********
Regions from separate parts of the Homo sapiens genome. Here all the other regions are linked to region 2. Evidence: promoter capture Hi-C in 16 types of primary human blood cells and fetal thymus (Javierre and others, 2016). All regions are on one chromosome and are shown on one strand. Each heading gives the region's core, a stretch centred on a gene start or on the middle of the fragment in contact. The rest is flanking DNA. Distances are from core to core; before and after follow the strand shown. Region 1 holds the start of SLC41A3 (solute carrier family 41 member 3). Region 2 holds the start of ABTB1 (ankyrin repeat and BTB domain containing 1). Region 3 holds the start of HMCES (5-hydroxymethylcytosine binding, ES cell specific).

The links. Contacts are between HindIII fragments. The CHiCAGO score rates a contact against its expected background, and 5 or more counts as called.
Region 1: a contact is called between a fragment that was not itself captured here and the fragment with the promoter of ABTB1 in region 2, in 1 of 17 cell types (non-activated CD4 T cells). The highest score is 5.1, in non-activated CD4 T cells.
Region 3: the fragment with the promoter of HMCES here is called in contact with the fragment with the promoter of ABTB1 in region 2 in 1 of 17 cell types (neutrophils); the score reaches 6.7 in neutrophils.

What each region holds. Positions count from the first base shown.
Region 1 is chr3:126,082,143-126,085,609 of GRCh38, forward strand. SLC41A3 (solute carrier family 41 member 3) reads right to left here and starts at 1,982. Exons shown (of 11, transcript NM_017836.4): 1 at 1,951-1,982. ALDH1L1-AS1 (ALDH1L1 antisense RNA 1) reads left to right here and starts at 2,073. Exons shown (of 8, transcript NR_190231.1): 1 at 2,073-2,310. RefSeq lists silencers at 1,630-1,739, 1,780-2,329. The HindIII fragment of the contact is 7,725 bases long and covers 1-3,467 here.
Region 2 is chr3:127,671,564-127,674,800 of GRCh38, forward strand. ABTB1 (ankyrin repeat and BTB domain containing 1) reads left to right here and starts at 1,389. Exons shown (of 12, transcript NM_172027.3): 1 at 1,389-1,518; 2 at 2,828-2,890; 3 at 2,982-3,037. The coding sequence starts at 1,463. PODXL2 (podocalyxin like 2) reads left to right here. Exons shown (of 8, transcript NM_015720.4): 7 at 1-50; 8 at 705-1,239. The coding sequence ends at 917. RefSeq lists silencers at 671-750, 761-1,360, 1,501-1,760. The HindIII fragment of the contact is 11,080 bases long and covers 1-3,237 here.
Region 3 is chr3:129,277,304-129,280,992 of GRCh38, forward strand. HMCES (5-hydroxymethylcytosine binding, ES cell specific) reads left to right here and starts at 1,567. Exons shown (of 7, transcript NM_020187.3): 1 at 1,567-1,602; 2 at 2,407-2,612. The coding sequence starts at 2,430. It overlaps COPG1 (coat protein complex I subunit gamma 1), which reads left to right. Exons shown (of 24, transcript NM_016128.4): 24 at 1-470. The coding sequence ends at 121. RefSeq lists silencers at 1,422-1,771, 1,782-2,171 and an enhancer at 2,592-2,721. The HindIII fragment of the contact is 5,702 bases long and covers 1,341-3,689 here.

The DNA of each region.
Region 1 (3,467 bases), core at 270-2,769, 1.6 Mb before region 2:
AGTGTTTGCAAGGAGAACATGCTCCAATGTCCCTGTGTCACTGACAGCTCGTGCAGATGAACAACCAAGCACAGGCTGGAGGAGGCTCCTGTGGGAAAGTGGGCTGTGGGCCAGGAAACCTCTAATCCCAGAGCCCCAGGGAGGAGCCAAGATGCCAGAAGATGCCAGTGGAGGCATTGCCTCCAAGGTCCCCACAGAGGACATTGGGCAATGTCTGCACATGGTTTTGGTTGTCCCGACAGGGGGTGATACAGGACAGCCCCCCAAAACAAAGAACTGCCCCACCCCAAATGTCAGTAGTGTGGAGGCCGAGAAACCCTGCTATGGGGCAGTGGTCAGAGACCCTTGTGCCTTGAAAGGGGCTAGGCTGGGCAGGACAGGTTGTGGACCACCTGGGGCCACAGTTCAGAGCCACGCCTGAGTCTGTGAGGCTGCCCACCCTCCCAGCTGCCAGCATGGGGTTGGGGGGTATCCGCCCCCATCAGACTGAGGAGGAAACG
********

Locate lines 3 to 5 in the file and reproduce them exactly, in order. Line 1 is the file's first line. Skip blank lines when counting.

Region 1: a contact is called between a fragment that was not itself captured here and the fragment with the promoter of ABTB1 in region 2, in 1 of 17 cell types (non-activated CD4 T cells). The highest score is 5.1, in non-activated CD4 T cells.
Region 3: the fragment with the promoter of HMCES here is called in contact with the fragment with the promoter of ABTB1 in region 2 in 1 of 17 cell types (neutrophils); the score reaches 6.7 in neutrophils.

What each region holds. Positions count from the first base shown.